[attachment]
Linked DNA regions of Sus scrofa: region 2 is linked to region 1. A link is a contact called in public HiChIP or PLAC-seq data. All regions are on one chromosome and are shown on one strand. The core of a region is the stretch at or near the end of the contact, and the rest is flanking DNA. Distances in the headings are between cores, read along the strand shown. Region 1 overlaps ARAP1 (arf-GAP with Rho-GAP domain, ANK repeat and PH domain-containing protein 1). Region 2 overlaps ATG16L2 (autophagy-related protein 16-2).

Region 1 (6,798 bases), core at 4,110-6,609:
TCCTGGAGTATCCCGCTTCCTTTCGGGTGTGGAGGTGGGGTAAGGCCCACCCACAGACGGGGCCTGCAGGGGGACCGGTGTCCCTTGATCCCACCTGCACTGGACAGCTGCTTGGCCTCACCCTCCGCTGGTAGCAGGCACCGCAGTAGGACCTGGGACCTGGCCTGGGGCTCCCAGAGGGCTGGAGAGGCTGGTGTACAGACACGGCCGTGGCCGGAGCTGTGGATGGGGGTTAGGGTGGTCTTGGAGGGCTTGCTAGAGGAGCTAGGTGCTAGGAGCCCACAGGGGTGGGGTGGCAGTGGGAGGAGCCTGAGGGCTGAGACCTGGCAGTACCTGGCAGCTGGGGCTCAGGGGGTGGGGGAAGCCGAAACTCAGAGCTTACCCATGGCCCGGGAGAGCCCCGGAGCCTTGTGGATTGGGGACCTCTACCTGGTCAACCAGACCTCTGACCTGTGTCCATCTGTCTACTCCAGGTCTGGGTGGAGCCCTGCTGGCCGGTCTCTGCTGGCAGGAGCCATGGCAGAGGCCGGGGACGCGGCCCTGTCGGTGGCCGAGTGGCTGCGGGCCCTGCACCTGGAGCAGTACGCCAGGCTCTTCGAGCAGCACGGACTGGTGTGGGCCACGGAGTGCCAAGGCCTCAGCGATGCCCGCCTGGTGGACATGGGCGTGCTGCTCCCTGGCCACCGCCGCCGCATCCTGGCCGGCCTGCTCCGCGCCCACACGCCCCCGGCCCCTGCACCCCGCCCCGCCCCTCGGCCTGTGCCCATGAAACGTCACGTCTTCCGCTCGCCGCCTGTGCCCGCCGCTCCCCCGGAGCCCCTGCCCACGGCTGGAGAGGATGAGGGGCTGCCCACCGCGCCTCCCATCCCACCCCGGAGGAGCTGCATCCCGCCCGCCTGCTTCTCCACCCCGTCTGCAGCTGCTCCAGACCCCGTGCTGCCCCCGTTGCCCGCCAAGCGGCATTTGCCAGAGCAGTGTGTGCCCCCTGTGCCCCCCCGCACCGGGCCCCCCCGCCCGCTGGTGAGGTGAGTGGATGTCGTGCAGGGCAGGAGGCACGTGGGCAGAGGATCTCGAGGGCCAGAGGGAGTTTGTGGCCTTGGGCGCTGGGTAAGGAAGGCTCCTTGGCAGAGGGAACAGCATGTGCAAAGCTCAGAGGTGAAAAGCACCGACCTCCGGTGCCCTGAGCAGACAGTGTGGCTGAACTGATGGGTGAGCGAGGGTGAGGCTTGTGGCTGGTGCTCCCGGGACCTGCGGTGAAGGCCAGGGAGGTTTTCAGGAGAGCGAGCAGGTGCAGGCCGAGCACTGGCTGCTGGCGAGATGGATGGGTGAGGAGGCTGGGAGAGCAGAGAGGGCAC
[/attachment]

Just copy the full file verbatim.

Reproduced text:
Linked DNA regions of Sus scrofa: region 2 is linked to region 1. A link is a contact called in public HiChIP or PLAC-seq data. All regions are on one chromosome and are shown on one strand. The core of a region is the stretch at or near the end of the contact, and the rest is flanking DNA. Distances in the headings are between cores, read along the strand shown. Region 1 overlaps ARAP1 (arf-GAP with Rho-GAP domain, ANK repeat and PH domain-containing protein 1). Region 2 overlaps ATG16L2 (autophagy-related protein 16-2).

Region 1 (6,798 bases), core at 4,110-6,609:
TCCTGGAGTATCCCGCTTCCTTTCGGGTGTGGAGGTGGGGTAAGGCCCACCCACAGACGGGGCCTGCAGGGGGACCGGTGTCCCTTGATCCCACCTGCACTGGACAGCTGCTTGGCCTCACCCTCCGCTGGTAGCAGGCACCGCAGTAGGACCTGGGACCTGGCCTGGGGCTCCCAGAGGGCTGGAGAGGCTGGTGTACAGACACGGCCGTGGCCGGAGCTGTGGATGGGGGTTAGGGTGGTCTTGGAGGGCTTGCTAGAGGAGCTAGGTGCTAGGAGCCCACAGGGGTGGGGTGGCAGTGGGAGGAGCCTGAGGGCTGAGACCTGGCAGTACCTGGCAGCTGGGGCTCAGGGGGTGGGGGAAGCCGAAACTCAGAGCTTACCCATGGCCCGGGAGAGCCCCGGAGCCTTGTGGATTGGGGACCTCTACCTGGTCAACCAGACCTCTGACCTGTGTCCATCTGTCTACTCCAGGTCTGGGTGGAGCCCTGCTGGCCGGTCTCTGCTGGCAGGAGCCATGGCAGAGGCCGGGGACGCGGCCCTGTCGGTGGCCGAGTGGCTGCGGGCCCTGCACCTGGAGCAGTACGCCAGGCTCTTCGAGCAGCACGGACTGGTGTGGGCCACGGAGTGCCAAGGCCTCAGCGATGCCCGCCTGGTGGACATGGGCGTGCTGCTCCCTGGCCACCGCCGCCGCATCCTGGCCGGCCTGCTCCGCGCCCACACGCCCCCGGCCCCTGCACCCCGCCCCGCCCCTCGGCCTGTGCCCATGAAACGTCACGTCTTCCGCTCGCCGCCTGTGCCCGCCGCTCCCCCGGAGCCCCTGCCCACGGCTGGAGAGGATGAGGGGCTGCCCACCGCGCCTCCCATCCCACCCCGGAGGAGCTGCATCCCGCCCGCCTGCTTCTCCACCCCGTCTGCAGCTGCTCCAGACCCCGTGCTGCCCCCGTTGCCCGCCAAGCGGCATTTGCCAGAGCAGTGTGTGCCCCCTGTGCCCCCCCGCACCGGGCCCCCCCGCCCGCTGGTGAGGTGAGTGGATGTCGTGCAGGGCAGGAGGCACGTGGGCAGAGGATCTCGAGGGCCAGAGGGAGTTTGTGGCCTTGGGCGCTGGGTAAGGAAGGCTCCTTGGCAGAGGGAACAGCATGTGCAAAGCTCAGAGGTGAAAAGCACCGACCTCCGGTGCCCTGAGCAGACAGTGTGGCTGAACTGATGGGTGAGCGAGGGTGAGGCTTGTGGCTGGTGCTCCCGGGACCTGCGGTGAAGGCCAGGGAGGTTTTCAGGAGAGCGAGCAGGTGCAGGCCGAGCACTGGCTGCTGGCGAGATGGATGGGTGAGGAGGCTGGGAGAGCAGAGAGGGCAC